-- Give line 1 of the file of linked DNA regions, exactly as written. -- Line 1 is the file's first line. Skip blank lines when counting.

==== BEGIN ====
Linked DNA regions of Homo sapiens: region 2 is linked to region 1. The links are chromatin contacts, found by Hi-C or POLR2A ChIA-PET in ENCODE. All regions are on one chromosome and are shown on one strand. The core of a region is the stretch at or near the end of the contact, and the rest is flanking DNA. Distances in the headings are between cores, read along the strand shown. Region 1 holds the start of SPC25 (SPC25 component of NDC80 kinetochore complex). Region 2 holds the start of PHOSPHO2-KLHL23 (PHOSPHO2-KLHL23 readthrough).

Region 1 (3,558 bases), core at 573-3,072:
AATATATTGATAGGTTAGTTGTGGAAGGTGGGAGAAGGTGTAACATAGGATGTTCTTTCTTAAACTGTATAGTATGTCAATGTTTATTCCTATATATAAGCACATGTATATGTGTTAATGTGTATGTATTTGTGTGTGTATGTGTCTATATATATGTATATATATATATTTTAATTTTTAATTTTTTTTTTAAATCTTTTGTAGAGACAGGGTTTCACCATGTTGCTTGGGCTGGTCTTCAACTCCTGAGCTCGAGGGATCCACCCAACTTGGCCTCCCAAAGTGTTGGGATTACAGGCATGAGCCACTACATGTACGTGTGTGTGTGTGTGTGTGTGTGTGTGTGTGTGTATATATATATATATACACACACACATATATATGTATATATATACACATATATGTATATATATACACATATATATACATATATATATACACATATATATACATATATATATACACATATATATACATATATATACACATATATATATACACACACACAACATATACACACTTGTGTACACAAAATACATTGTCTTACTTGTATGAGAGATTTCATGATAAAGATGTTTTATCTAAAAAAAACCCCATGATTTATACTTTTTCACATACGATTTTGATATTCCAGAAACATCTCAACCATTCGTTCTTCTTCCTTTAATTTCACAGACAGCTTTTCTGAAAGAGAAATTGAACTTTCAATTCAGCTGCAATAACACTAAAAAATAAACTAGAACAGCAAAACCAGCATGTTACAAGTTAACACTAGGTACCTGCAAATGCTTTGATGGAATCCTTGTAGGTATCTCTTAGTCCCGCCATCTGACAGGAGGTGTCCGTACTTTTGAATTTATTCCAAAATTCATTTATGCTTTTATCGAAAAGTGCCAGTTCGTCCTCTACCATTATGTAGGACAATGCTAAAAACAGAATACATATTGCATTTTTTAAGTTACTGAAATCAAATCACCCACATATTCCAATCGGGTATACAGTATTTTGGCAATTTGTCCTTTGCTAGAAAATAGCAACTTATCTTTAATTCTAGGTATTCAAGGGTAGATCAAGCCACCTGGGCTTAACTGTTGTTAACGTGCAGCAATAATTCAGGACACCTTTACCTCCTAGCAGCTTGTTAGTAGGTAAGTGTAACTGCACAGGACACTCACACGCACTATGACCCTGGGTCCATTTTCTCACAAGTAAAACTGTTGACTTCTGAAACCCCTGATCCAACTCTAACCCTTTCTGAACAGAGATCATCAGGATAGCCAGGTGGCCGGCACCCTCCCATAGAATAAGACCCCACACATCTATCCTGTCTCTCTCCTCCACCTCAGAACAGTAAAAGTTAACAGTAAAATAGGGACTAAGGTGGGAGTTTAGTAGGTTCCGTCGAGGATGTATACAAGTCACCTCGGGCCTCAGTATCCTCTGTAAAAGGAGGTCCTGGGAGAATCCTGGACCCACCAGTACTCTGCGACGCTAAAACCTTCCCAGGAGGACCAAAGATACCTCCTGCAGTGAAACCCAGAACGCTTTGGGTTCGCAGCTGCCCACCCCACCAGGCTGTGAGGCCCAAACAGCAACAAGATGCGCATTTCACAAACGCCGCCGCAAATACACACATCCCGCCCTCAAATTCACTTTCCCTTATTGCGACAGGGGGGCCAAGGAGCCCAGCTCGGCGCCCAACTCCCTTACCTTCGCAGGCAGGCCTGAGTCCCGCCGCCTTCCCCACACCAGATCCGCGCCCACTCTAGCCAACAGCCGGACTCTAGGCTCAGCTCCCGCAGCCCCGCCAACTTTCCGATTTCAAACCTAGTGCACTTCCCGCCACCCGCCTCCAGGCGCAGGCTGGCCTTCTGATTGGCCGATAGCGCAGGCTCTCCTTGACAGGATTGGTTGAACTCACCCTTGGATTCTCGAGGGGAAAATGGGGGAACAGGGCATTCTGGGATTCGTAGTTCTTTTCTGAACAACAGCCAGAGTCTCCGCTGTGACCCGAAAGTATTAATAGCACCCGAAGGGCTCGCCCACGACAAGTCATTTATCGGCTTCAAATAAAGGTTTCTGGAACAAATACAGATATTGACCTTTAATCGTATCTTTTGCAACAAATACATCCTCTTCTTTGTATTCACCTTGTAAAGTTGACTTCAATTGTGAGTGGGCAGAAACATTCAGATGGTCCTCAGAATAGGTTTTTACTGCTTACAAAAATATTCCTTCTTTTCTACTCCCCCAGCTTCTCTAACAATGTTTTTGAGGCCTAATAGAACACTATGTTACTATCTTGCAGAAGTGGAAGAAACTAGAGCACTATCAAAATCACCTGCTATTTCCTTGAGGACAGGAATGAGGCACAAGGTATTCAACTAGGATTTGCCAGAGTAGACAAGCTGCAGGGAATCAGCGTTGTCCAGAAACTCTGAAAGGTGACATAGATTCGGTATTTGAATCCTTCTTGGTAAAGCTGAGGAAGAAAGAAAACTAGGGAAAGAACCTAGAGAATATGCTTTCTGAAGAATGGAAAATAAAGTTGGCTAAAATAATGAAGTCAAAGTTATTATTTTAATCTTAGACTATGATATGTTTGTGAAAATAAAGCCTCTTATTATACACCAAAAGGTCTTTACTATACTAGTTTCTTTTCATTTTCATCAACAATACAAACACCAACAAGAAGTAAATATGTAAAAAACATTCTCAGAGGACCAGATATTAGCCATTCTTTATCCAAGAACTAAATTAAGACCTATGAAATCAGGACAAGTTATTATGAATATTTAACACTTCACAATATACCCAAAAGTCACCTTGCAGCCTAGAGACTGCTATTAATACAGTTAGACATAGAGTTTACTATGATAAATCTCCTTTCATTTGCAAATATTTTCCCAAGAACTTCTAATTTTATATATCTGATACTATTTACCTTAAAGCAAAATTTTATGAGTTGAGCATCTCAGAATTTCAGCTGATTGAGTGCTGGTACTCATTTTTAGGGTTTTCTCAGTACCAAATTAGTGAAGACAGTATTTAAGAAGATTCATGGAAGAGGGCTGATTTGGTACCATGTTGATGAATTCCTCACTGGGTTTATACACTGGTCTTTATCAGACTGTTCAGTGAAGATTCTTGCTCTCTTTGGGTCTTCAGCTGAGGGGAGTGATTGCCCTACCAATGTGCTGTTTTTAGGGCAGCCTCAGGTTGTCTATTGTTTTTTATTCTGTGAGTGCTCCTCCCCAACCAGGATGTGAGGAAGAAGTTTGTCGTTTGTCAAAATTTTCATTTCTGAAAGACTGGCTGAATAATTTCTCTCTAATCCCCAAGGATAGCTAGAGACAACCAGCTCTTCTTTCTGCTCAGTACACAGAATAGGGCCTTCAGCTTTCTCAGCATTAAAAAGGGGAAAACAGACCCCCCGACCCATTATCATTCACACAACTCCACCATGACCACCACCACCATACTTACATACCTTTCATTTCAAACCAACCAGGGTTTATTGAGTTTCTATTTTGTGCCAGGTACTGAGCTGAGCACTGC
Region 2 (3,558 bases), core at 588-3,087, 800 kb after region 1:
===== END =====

Linked DNA regions of Homo sapiens: region 2 is linked to region 1. The links are chromatin contacts, found by Hi-C or POLR2A ChIA-PET in ENCODE. All regions are on one chromosome and are shown on one strand. The core of a region is the stretch at or near the end of the contact, and the rest is flanking DNA. Distances in the headings are between cores, read along the strand shown. Region 1 holds the start of SPC25 (SPC25 component of NDC80 kinetochore complex). Region 2 holds the start of PHOSPHO2-KLHL23 (PHOSPHO2-KLHL23 readthrough).